10 Tips to Improve Your Flash Photography (Beginners’ Guide to Flash Photography)

It’s time to improve our flash photography and for that, I am going to give you 10 tips today. So let’s get started.

1. Use TTL Mode

The manual mode of the flash can be a little tricky to master. So you can use the TTL or iTTL mode of the flash, it’s kinda like an auto mode for the flash where the flash checks the current lighting condition and the distance between the flash and subject to determine the required flash power to light the scene.

2. Flash Exposure

Most flashes allow you to increase or decrease the amount of flash exposure that is the power of the flash. Mine goes from -3 to +3 in 1/3 stop increments. So I can press this button and move the dial to control the flash power.

3. Learn About Sync Speed

Most cameras do not allow us to use the fastest shutter speeds when using flash. Eg my camera Nikon D5300 does not allow me to set my shutter speed above 1/200 when the flash is on. So that is my flash sync speed 1/200. If I am shooting indoors this is ok. But outdoors, in broad daylight, a 1/200 shutter speed may give me a blown-out image. As I already have a powerful flash lighting my subject along with the super powerful sun. In such cases, I will have to increase my f-number, so it can affect the depth or bokeh of the image. High end cameras may allow you High Speed Sync, meaning you can set your shutter speed higher than the flash sync speed. So if you want to use your flash outdoors a lot, make sure your camera and flash both allow high speed sync, my camera doesn’t so that is a limitation for me.

4. Camera Settings

By changing your shutter speed, you can only alter the amount of ambient light in the shot and it doesn’t affect your flash power. As flash power is too quick to be affected by shutter speed, you control it by changing the aperture. If the image is overexposed, you need to close the aperture down, and if it is too dark, you need to open your aperture up. 3rd ISO – Shooting a flash at full power for a long time will kill your batteries, take longer to recharge between shots, and, in some cases, it may overheat the flash. By increasing your ISO, you allow one more stop of light into the camera. Therefore, you can reduce the flash power and still get the look you wanted. 

5. Bounce The Light

Pointing the flash directly towards your subject should be avoided if you are shooting indoors. Coz it may give you flat lighting that may just look jarring. It’s best to bounce the flash against another surface like a white colored wall, ceiling, or a reflective card on your flash – to create a bigger light source and soften the light that will hit your subject.

6. Diffuse The Light

Just like bouncing, diffusion enlarges the size of the flash area to create softer, more even light. The bigger the size of the diffuser, the softer will be your light and it will spread more evenly. So this diffuser can work for macro or small products, but this one will work better for bigger subjects like portraits.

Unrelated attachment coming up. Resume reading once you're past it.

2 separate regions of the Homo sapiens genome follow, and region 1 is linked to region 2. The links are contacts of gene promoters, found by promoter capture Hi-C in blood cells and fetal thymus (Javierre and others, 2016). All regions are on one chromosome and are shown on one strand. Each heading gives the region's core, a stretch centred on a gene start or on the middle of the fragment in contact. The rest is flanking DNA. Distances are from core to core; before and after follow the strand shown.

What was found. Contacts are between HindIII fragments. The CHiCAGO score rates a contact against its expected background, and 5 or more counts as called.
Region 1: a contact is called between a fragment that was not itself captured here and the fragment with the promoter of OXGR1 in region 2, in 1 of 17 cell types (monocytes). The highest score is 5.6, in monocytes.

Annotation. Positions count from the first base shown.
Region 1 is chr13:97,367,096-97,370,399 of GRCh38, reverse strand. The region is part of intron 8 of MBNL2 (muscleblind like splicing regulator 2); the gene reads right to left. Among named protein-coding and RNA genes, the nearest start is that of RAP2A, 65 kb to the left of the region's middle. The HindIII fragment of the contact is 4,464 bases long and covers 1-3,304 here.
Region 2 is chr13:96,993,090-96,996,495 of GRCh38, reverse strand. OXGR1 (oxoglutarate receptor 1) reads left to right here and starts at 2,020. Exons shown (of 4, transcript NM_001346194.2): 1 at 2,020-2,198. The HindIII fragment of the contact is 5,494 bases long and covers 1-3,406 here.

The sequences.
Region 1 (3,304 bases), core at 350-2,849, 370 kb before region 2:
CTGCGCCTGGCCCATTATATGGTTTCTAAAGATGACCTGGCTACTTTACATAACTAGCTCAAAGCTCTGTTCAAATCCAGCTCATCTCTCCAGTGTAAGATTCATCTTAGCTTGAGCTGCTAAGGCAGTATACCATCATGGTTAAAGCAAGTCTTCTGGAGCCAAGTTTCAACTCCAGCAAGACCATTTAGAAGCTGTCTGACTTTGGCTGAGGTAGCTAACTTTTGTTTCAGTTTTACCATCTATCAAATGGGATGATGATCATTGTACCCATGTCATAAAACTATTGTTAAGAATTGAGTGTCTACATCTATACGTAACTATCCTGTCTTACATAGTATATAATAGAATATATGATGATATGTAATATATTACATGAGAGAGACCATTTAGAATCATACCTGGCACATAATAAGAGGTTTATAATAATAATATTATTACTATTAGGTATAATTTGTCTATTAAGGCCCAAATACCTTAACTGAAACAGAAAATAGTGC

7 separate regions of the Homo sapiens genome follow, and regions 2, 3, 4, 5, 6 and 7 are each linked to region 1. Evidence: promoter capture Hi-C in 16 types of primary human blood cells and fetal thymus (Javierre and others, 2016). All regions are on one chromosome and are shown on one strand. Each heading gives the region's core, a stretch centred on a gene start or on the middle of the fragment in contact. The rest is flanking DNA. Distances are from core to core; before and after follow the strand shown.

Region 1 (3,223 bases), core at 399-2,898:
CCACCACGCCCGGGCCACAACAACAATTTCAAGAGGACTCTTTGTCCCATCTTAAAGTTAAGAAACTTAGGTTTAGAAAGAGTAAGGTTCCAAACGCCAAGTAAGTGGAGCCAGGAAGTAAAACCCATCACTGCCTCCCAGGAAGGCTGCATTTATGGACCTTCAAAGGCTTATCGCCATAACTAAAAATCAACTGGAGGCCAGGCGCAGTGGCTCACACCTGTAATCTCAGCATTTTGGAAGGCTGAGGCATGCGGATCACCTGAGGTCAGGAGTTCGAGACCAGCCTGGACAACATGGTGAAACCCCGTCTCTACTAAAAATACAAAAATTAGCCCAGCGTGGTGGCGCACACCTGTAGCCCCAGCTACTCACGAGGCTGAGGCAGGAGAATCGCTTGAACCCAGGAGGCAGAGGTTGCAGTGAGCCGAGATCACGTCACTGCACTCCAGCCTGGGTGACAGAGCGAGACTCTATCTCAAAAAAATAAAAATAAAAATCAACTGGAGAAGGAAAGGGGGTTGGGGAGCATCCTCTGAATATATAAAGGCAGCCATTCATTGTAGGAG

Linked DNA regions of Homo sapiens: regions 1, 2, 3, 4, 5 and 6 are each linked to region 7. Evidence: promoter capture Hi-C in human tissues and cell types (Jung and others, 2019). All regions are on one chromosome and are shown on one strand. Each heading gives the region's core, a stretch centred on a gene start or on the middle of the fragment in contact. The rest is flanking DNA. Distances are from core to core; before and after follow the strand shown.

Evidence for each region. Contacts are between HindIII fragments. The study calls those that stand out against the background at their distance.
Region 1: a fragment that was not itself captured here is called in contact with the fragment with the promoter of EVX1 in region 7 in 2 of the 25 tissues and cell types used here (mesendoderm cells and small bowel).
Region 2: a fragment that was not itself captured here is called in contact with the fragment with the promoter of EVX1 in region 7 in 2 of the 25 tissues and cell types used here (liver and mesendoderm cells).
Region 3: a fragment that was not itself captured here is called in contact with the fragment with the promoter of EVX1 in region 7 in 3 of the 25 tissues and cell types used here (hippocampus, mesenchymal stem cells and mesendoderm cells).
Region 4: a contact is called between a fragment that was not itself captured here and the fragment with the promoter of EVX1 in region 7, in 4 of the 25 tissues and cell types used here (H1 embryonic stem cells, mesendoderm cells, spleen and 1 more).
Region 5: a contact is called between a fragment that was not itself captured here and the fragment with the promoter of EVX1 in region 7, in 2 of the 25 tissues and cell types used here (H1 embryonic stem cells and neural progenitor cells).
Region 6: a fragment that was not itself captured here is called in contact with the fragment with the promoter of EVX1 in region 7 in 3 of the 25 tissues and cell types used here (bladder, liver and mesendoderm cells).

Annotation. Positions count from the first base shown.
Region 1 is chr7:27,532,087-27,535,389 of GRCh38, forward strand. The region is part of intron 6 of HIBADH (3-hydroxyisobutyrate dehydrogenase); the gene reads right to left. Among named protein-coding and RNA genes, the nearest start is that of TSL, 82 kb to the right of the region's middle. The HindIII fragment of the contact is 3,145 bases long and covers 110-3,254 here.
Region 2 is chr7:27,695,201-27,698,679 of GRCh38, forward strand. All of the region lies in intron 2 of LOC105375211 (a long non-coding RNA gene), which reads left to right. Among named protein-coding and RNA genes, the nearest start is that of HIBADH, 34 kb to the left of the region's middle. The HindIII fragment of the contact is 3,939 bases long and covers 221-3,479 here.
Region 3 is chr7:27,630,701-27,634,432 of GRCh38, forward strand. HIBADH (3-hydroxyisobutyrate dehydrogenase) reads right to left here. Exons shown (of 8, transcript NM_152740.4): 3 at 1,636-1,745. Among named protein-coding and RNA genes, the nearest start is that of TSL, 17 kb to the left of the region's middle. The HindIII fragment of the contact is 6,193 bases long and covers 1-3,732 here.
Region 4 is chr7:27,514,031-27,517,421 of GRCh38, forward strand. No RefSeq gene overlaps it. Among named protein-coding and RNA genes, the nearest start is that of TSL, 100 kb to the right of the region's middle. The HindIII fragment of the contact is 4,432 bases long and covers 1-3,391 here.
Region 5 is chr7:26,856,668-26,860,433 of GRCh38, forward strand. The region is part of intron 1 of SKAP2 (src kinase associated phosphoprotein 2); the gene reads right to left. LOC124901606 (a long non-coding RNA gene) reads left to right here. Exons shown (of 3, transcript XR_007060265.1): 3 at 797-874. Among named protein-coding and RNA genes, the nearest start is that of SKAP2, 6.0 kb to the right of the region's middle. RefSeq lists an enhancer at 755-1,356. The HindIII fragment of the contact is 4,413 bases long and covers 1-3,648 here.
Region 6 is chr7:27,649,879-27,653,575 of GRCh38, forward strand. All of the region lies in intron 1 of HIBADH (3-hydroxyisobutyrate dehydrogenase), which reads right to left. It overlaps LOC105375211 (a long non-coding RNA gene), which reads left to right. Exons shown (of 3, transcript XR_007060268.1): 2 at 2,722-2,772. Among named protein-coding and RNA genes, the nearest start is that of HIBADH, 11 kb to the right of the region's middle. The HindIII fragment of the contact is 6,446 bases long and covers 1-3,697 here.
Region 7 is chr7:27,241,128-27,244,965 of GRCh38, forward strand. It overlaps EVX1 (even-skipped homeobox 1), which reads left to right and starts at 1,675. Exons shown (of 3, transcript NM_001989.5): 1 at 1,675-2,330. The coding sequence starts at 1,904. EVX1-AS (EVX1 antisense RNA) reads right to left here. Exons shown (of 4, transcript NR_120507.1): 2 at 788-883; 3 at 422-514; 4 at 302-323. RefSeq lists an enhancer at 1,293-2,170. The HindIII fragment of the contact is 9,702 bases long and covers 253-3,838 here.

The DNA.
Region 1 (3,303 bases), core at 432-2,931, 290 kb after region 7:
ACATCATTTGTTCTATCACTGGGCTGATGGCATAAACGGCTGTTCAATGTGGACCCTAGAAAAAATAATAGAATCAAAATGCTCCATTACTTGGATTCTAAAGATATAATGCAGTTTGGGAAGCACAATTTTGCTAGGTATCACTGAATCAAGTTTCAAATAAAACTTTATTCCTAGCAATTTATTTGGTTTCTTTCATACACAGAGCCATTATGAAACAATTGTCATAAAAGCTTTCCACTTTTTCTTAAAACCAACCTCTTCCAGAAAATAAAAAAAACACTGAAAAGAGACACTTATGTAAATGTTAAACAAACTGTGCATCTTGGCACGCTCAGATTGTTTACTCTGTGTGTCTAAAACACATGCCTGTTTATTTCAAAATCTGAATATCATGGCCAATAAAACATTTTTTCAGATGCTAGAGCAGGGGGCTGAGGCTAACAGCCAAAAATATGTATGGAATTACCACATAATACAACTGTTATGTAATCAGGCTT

7. Use Coloured Flash Gels

Flash Gels can be attached to your flash to add a coloured tint to the light that it emits. Aside from producing creative effects, it is also commonly used to match the colour of the flash with the ambient light. Meaning if my room has orange colour lights and my flash obviously will give out white light, the two colour lights may mix and the scene may look unnatural, so it is better to use a colour gel and change its colour to orange. You can make colour gels at home using some plastic and sketch pens.

8. Off Camera Flash

Using the external flash on your camera can be limiting as you can only have the light coming straight at your subject or bouncing from a surface nearby. Using a trigger for your flash will allow you to control the flash remotely. So you can position the flash wherever you want and experiment with different lighting patterns and use various

9. Multiple Flashes

When you have multiple flashes, set your flashes one at a time. It’s easy this way to see what each flash adds/detracts from the image and adjust accordingly.  When you set all your flashes at once and start shooting it can be really difficult to isolate any problems that pop up.

10. Practice

I know I told you to use TTL flash when you are confused or in a hurry. But when you are practicing, use the manual mode. So even if you then go on to shoot in auto mode, you will have the knowledge to still get the shot when the camera plays up. Also, it is better to practice with inanimate objects like toys or products first. You may ask your friends or family members for help, but they must be patient with you. Or else like me, you can try self-portraits.


The most important tip of all for better flash photography?  Experiment and learn how everything works together. What really worked for me was to read and reread the flash manual. It really helps guys!

I hope you liked my blog. Do let me know your suggestions and thoughts in the comments section. Thank you!

Also Read – Leading Lines in Photography

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